Hello from the battlefields! I was given the awesome task of playing the WarCraft III beta and telling all of you Game Industry fans the skinny low-down on game. I’ll try my best to cover as many aspects of the Beta as possible. Hopefully all of your questions will be answered.
First, the beta disc didn’t include any single player content, map editing tools and cinematics. For all intents and purposes this is basically a beta test of WarCraft III under the Battle.net environment. Regardless of this, in short this game is eons ahead of its predecessors. In sheer volume and size alone I was treated to four different playable races. They are the evil Undead, the barbaric Orcs/Taurens/Troll mix, the noble Humans and the mysterious Nightelves. Multiplayer contains three main NPC monsters spread throughout the maps. The first are Trolls and Goblin merchants. The second is the nomadic and mercenary race called the Gnoll that consists mainly of canine-related creatures like Hyenas and Dogs. The last race is of an elemental nature and consists of Golems and tree flora.
The current maps are nice. One map is mainly of a forest theme, while another is of a snowy mountain theme, and another of an ancient ruin. In total the Beta features six different maps. Two maps are geared towards crowds of no more than four players (two versus two or free for all), two for no more than six (three versus three or free for all), and the final two for no more than eight (four versus four or free for all). At this point in time the most popular is a two versus two games, for top versus bottom (TVB) play.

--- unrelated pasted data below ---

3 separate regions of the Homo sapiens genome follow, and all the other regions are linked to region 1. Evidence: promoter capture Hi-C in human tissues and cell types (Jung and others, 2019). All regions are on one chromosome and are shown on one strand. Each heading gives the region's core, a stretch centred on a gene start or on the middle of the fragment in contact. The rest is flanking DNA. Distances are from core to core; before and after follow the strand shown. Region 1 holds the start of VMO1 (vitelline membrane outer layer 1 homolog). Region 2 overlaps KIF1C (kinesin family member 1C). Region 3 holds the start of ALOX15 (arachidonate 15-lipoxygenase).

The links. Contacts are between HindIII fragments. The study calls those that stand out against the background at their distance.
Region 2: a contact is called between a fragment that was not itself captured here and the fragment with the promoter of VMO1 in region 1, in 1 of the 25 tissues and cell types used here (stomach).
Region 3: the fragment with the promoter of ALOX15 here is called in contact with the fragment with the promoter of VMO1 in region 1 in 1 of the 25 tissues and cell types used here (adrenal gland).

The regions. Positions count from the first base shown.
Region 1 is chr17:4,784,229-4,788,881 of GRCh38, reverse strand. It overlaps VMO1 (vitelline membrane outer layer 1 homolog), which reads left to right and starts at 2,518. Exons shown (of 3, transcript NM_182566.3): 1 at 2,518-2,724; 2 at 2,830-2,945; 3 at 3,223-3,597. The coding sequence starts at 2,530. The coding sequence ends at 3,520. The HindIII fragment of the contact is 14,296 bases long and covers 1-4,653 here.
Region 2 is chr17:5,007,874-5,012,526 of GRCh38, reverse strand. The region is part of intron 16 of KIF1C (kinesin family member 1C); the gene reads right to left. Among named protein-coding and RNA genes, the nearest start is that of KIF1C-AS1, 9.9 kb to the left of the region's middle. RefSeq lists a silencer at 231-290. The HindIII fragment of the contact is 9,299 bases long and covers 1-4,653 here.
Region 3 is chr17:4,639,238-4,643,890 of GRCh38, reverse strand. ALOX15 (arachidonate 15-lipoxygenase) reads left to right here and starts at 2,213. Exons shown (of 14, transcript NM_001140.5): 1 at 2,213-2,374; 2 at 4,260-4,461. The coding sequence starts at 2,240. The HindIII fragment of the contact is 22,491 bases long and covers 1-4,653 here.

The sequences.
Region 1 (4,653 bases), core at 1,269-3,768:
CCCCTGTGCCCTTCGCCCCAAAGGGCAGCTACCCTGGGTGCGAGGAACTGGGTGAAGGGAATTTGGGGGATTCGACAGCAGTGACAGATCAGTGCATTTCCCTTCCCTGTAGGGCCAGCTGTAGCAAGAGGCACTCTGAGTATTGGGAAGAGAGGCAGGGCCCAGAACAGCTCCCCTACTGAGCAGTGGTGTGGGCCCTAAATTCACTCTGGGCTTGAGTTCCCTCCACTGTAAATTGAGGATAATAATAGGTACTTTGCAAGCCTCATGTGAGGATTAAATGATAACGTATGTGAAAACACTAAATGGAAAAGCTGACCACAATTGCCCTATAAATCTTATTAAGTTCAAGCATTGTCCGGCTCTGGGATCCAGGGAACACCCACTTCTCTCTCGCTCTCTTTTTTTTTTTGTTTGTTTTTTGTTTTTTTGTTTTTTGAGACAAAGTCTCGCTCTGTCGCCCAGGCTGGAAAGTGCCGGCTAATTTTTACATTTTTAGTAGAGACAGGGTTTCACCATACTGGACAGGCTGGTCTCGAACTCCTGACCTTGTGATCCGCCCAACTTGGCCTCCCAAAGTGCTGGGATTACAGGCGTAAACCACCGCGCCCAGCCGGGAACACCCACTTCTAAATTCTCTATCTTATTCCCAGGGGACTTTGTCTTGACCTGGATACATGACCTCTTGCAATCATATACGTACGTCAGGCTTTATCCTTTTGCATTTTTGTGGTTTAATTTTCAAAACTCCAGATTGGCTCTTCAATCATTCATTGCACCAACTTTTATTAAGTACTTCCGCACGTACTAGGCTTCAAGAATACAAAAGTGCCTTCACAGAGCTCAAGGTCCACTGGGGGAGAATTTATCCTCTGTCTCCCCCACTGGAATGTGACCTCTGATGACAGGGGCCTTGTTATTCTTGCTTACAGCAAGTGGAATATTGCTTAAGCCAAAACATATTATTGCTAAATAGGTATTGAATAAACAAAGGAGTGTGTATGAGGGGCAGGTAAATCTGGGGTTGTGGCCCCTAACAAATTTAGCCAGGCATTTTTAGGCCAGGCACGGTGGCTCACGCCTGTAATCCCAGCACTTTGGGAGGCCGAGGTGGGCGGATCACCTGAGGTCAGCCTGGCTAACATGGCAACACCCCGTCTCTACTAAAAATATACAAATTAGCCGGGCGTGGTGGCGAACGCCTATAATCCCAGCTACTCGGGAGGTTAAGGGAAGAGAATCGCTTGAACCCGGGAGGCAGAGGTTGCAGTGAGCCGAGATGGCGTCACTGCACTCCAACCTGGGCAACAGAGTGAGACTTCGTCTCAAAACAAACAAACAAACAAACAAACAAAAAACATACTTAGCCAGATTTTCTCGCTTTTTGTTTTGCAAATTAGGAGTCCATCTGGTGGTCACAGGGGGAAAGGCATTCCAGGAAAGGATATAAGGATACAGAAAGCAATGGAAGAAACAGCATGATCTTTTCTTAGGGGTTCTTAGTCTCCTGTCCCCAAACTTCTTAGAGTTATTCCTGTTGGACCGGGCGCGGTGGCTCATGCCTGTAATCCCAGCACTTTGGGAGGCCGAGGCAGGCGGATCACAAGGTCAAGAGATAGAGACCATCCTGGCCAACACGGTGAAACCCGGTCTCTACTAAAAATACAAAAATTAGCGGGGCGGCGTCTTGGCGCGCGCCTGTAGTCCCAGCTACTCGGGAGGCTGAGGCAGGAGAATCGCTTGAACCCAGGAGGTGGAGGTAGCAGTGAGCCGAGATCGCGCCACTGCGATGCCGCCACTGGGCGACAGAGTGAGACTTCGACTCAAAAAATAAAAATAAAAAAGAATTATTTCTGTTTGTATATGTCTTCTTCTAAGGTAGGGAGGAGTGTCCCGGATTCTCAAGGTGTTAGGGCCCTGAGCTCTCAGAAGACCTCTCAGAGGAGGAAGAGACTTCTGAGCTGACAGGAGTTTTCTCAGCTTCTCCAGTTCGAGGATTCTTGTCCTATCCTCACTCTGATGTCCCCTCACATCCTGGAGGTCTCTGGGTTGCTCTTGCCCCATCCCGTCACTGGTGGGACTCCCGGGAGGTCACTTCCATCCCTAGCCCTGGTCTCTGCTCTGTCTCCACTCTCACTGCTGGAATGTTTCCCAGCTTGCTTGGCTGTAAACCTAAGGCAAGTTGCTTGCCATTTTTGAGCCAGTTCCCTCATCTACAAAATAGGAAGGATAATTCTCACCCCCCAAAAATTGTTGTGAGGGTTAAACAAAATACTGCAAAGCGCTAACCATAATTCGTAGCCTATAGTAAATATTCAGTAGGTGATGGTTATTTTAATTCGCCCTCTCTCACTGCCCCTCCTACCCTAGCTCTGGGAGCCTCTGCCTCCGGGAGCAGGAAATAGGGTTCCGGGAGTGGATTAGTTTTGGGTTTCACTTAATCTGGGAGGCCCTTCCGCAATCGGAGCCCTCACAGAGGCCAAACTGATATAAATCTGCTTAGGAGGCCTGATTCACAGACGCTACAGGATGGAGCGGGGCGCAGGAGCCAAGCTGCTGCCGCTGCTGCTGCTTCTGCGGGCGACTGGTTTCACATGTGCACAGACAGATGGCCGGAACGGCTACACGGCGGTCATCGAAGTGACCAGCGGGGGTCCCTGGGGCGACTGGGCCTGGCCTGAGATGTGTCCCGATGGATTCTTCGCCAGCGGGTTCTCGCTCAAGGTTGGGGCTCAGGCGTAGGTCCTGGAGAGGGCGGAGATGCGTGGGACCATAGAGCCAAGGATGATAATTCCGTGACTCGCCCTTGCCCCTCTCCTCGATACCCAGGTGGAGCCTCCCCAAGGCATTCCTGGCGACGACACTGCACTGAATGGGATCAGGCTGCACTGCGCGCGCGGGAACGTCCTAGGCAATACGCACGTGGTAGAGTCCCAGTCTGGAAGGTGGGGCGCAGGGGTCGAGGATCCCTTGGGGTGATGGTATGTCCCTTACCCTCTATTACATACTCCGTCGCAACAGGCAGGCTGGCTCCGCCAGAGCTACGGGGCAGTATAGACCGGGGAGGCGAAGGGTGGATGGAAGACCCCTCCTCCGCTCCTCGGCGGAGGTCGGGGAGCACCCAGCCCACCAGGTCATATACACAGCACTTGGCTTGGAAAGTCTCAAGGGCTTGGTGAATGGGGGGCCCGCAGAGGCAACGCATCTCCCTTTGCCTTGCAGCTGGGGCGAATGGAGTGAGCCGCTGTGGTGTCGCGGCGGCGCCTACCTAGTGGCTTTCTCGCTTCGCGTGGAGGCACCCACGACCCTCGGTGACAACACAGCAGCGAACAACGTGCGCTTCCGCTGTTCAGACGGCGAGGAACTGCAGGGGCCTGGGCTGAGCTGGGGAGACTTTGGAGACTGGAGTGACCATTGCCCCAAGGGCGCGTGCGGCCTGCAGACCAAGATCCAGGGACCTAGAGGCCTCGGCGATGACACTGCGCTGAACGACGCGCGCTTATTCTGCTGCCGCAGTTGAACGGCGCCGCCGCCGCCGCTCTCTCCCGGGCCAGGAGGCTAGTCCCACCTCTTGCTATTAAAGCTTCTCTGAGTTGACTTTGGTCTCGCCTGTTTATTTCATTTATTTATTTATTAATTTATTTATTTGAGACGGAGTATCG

Graphically the game is clean and crisp! All of the characters, landscapes and menus are fully 3D rendered. Each unit contains up to three very unique animations. Gone are those isometrically semi-flat level battles we all saw in StarCraft and WarCraft. The terrain now has very realistic looking grades that make units increase or decrease in size as they progress across than landscape. This adds fun and variety to battles. The closest game I can compare this too is Bungie’s Myth series. Yet in no way does that compare with the wonderful job Blizzard’s team did of making sure everything looked and ran great. Controls have also been equally improved.